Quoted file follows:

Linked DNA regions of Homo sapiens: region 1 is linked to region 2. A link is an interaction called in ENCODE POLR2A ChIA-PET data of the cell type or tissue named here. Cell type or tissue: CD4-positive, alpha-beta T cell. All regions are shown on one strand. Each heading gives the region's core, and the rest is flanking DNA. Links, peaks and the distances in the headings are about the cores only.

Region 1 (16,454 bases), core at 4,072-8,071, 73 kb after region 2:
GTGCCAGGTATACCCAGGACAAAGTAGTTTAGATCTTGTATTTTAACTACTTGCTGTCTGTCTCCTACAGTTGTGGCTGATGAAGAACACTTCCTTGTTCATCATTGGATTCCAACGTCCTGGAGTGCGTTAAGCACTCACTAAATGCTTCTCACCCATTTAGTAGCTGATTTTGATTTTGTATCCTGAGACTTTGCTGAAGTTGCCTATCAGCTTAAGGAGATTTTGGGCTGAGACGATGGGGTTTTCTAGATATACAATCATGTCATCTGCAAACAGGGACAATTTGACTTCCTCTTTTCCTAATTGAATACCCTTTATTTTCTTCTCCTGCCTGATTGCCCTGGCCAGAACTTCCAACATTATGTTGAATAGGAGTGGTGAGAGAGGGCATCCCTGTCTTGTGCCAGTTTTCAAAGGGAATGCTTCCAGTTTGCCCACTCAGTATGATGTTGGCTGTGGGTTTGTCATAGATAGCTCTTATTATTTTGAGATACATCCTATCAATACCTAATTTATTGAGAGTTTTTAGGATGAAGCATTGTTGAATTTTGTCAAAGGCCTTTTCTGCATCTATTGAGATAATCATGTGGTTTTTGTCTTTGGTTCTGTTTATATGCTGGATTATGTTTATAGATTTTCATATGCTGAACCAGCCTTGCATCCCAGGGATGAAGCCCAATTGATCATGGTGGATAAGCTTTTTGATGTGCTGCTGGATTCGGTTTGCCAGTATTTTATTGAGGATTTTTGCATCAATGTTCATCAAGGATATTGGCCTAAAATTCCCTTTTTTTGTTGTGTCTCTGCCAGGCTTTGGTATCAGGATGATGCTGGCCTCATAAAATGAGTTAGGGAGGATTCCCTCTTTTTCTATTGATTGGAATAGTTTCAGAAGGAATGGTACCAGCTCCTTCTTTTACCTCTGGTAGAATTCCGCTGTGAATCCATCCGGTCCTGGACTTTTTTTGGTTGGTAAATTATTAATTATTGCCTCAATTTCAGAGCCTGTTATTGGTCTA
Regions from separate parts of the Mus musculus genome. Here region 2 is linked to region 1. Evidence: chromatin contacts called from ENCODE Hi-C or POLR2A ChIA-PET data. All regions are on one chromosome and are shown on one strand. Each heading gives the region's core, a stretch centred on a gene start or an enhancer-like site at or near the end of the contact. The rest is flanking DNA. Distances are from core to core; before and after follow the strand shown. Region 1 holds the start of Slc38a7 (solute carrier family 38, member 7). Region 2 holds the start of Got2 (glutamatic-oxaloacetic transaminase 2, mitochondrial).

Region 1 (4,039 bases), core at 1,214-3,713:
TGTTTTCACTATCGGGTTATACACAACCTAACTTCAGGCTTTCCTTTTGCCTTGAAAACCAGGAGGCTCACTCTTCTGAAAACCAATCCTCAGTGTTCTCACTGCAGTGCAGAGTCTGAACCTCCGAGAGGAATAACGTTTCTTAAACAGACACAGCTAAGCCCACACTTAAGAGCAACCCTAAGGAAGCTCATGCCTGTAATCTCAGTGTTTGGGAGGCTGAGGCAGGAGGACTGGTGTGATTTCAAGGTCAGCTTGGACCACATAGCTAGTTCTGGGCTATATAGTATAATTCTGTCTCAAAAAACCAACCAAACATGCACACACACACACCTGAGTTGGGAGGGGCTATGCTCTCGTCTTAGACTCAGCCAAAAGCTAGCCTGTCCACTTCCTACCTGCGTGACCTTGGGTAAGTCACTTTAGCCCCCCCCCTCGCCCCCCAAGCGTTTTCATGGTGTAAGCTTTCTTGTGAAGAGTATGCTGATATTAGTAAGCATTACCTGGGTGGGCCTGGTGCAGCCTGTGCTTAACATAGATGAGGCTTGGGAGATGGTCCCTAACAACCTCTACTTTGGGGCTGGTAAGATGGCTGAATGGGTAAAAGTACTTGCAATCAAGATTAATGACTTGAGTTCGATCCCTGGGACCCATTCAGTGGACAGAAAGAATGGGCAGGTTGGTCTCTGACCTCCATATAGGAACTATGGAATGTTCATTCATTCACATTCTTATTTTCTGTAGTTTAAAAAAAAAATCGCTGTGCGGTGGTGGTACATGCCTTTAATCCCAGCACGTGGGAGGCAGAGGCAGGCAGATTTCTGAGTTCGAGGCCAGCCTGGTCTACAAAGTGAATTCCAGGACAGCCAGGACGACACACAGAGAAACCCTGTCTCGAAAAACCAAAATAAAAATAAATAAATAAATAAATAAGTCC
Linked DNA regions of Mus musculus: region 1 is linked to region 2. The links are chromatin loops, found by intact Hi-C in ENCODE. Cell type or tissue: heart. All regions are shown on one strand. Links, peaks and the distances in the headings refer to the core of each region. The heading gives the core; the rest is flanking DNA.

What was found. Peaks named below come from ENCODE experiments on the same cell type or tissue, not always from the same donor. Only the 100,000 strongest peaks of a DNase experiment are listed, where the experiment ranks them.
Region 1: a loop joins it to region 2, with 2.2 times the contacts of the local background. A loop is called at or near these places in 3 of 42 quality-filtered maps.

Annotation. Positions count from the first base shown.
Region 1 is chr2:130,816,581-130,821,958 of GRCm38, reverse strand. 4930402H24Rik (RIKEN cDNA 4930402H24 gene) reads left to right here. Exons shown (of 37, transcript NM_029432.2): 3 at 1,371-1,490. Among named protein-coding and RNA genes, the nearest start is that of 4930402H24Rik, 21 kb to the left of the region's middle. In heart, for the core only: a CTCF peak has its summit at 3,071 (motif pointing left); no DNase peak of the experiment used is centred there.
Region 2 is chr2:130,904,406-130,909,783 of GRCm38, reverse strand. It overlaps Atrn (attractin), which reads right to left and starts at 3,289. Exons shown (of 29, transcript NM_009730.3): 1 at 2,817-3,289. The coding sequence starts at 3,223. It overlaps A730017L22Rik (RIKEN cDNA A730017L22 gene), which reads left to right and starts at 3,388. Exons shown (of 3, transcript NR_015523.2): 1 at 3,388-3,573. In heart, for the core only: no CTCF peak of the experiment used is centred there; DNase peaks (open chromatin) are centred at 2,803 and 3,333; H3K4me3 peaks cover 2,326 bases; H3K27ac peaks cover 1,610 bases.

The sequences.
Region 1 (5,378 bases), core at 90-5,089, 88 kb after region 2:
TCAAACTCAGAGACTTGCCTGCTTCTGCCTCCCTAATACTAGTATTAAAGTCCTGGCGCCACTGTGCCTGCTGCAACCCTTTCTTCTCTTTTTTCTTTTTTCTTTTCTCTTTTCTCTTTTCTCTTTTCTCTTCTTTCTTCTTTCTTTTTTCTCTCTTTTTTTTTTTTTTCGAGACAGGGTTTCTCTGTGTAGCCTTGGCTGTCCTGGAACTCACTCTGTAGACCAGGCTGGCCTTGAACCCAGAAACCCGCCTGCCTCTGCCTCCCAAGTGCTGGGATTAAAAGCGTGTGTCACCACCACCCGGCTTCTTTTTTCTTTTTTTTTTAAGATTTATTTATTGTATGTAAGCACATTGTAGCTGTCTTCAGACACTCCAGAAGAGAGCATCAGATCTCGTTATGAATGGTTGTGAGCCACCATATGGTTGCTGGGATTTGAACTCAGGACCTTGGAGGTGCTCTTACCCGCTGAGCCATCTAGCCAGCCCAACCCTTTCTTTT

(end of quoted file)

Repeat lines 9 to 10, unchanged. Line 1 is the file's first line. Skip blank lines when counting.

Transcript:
Region 1: a loop joins it to region 2, with 2.2 times the contacts of the local background. A loop is called at or near these places in 3 of 42 quality-filtered maps.

Annotation. Positions count from the first base shown.